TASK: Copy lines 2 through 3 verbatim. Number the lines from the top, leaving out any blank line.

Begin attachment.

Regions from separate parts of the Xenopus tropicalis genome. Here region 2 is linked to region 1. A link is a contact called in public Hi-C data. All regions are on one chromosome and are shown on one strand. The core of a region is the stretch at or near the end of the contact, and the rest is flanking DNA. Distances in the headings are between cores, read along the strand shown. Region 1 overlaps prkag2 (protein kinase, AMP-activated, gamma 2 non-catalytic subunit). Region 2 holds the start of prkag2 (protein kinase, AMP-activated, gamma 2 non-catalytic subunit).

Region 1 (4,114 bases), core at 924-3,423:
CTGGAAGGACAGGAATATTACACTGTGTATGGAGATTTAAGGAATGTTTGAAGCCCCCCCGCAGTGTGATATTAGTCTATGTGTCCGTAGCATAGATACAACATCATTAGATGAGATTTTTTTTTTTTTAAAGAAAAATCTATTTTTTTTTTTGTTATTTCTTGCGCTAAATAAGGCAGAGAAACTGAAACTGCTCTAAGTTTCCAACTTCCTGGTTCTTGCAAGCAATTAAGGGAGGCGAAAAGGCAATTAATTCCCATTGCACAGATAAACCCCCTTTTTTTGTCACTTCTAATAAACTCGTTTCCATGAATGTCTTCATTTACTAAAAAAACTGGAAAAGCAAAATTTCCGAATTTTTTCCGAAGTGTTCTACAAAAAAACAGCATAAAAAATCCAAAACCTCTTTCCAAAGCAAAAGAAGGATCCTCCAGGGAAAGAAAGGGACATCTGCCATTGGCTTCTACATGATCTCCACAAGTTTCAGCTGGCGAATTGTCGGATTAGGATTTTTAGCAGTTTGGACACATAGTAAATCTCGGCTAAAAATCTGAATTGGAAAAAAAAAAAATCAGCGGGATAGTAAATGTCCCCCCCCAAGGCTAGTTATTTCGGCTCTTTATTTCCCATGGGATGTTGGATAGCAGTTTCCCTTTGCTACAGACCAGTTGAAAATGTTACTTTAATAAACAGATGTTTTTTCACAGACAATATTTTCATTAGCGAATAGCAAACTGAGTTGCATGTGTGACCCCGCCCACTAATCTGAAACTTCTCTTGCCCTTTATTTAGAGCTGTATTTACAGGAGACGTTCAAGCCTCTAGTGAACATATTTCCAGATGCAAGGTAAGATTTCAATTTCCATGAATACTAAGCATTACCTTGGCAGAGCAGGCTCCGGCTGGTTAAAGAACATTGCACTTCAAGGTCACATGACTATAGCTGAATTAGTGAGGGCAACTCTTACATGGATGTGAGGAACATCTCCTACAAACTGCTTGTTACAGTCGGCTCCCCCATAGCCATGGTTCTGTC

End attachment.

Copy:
Region 1 (4,114 bases), core at 924-3,423:
CTGGAAGGACAGGAATATTACACTGTGTATGGAGATTTAAGGAATGTTTGAAGCCCCCCCGCAGTGTGATATTAGTCTATGTGTCCGTAGCATAGATACAACATCATTAGATGAGATTTTTTTTTTTTTAAAGAAAAATCTATTTTTTTTTTTGTTATTTCTTGCGCTAAATAAGGCAGAGAAACTGAAACTGCTCTAAGTTTCCAACTTCCTGGTTCTTGCAAGCAATTAAGGGAGGCGAAAAGGCAATTAATTCCCATTGCACAGATAAACCCCCTTTTTTTGTCACTTCTAATAAACTCGTTTCCATGAATGTCTTCATTTACTAAAAAAACTGGAAAAGCAAAATTTCCGAATTTTTTCCGAAGTGTTCTACAAAAAAACAGCATAAAAAATCCAAAACCTCTTTCCAAAGCAAAAGAAGGATCCTCCAGGGAAAGAAAGGGACATCTGCCATTGGCTTCTACATGATCTCCACAAGTTTCAGCTGGCGAATTGTCGGATTAGGATTTTTAGCAGTTTGGACACATAGTAAATCTCGGCTAAAAATCTGAATTGGAAAAAAAAAAAATCAGCGGGATAGTAAATGTCCCCCCCCAAGGCTAGTTATTTCGGCTCTTTATTTCCCATGGGATGTTGGATAGCAGTTTCCCTTTGCTACAGACCAGTTGAAAATGTTACTTTAATAAACAGATGTTTTTTCACAGACAATATTTTCATTAGCGAATAGCAAACTGAGTTGCATGTGTGACCCCGCCCACTAATCTGAAACTTCTCTTGCCCTTTATTTAGAGCTGTATTTACAGGAGACGTTCAAGCCTCTAGTGAACATATTTCCAGATGCAAGGTAAGATTTCAATTTCCATGAATACTAAGCATTACCTTGGCAGAGCAGGCTCCGGCTGGTTAAAGAACATTGCACTTCAAGGTCACATGACTATAGCTGAATTAGTGAGGGCAACTCTTACATGGATGTGAGGAACATCTCCTACAAACTGCTTGTTACAGTCGGCTCCCCCATAGCCATGGTTCTGTC